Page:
It’s true, of course, that nobody in the West told Milosevic to give the speech in Kosovo Polje twelve years ago that set the tone of Serbian fascism and staked out the terrain – but by the time it’s clear that there’s no going back on Versailles or the multilateral loan packages, it requires a decisive lack of ‘humanitarianism’ on the part of powerful external forces to hold the furies in check. The alternative, as we saw, was to sit around for ten years in a fog of mystification, stressing the ‘complexity’ of the Balkans – a term that Slavoj Žižek rightly regarded as evidence of racist condescension.
What can Milosevic’s lawyers advise, when his time comes, that might undermine the process of The Hague? Quite a lot about the king-makers with their easygoing hands-across-the-sea approach to his ascendancy, and quite a lot about the time-servers – quite a lot, if he wants to air it, on Richard Holbrooke, Douglas Hurd, David Owen. On the UN, which is less a matter of dishing dirt than asking very basic questions, he is in a trickier position. In March 1999, Nato was in breach of international law and until quite recently, Milosevic was a stickler for international law.
But the International Criminal Tribunal for the former Yugoslavia is a UN creation and that’s an inconvenience which his opening gambit on 3 July (outright refusal to recognise the proceedings) doesn’t really sort out. It’s not that he’s changed – he never could be doing with the Tribunal (it wasn’t appointed by the General Assembly) – but circumstances have, and insofar as he remains obliged to snub the UN on the grounds that it has set up an ‘illegal organ’, he’ll be pushed to find any existing international legal context that could frame his defiance. Which in turn makes it very hard for him to recover the earlier respectability conferred on him by the presence, in Bosnia especially, of the UN agencies and wooden-rifle troops from the threadbare family of nations. That is ironic: the UN, after all, was his in-situ alibi in the former Yugoslavia, a blowsy, conscience-stricken, deeply ‘humanitarian’ organisation, which sat on its hands during dozens of atrocities.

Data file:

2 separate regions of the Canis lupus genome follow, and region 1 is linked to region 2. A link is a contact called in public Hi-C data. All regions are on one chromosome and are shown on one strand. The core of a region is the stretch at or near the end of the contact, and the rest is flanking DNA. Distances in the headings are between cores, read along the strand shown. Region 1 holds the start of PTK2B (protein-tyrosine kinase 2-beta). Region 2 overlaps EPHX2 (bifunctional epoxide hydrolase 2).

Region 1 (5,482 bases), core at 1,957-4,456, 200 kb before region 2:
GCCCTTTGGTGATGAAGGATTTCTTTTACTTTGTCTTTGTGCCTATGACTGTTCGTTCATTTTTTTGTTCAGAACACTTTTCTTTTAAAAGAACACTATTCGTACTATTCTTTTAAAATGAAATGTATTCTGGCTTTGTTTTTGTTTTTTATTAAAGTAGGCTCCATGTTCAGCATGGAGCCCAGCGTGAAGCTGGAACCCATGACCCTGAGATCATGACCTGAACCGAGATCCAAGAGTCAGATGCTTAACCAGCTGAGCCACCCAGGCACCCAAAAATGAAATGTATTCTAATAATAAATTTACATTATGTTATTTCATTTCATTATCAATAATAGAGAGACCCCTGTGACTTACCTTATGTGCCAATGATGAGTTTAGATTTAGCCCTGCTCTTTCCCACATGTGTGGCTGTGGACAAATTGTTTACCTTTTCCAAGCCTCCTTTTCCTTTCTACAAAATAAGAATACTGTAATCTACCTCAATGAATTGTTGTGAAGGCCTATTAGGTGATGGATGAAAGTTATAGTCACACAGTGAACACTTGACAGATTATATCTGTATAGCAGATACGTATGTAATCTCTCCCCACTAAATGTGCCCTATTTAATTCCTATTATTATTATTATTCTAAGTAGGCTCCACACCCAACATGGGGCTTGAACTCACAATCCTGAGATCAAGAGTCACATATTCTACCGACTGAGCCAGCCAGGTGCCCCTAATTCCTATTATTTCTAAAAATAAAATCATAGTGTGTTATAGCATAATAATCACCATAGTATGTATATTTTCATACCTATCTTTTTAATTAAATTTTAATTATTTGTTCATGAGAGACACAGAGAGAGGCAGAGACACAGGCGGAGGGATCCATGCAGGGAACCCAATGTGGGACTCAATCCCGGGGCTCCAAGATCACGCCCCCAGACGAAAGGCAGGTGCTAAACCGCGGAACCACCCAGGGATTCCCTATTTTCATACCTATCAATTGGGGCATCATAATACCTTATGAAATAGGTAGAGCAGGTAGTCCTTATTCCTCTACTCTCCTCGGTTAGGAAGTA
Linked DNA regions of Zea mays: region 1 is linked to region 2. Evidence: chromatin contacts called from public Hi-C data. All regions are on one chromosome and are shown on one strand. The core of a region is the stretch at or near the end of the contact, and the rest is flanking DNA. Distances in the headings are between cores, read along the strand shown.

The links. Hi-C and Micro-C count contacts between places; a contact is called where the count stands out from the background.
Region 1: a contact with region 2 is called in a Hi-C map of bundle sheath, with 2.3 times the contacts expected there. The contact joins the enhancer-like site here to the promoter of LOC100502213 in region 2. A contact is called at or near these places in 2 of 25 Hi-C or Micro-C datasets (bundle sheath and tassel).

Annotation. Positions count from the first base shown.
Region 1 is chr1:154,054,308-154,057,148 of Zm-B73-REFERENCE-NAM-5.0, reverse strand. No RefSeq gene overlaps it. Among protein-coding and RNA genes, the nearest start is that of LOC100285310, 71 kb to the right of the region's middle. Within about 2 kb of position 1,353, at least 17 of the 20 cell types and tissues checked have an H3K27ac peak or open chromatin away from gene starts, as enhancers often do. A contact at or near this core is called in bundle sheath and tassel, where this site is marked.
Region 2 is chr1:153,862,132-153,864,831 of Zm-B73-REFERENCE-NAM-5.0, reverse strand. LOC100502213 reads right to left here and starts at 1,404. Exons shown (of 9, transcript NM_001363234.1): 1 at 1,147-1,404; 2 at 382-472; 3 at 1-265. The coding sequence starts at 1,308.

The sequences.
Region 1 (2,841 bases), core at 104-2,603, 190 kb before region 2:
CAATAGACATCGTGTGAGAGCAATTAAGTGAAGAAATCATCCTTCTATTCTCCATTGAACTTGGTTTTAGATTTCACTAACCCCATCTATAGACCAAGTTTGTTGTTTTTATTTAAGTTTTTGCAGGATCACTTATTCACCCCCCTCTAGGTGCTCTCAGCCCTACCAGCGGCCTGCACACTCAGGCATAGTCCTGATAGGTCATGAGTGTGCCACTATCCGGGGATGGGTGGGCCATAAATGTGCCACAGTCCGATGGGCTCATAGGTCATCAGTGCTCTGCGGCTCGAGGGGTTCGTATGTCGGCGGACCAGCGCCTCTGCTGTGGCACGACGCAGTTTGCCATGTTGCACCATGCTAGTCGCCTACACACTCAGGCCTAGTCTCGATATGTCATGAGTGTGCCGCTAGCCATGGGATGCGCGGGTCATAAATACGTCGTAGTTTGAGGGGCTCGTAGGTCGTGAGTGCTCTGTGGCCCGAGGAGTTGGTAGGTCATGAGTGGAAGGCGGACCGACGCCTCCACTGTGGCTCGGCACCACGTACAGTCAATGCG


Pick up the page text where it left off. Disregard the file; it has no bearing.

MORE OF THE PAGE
Milosevic may decide that his best course is to capitalise on the role of the bit-players – Douglas Hurd, as Deputy Chairman of NatWest Markets, for instance, whose company provided Milosevic with the revenue from the privatisation of Serbian telecoms, money which funded his offensive in the villages of Kosovo the following year – and that will be interesting. He’ll also want to make something of the hollowness of victors’ justice, but in the end this is only another serious difference of opinion: the trial, for all its likely shortcomings, could also be said to stand for the reasonable principle that phalangism, and black shirts, and death squads, and ‘tigers’ of this or that national or pan-ethnic persuasion, are things of the past. What it won’t do, but should, is to ask whether anyone other than the leaders and paramilitaries of the former Yugoslavia should bear the blame for what happened.
The other question is whether Milosevic’s trial will bring us any closer to the day when an International Criminal Court can arrange for the appearance of Henry Kissinger, say, or Jonas Savimbi, or Ariel Sharon, after drawing up the rather straightforward indictments in each case. That’s interesting, too. Indeed, it’s one of the big questions. It can be put in order to discredit the process in The Hague, but that would be hugely unhelpful. Better to ask it in a spirit of open inquiry, unpatrolled by the constraints of ‘realism’, and to ask it of Milosevic’s steeliest detractors.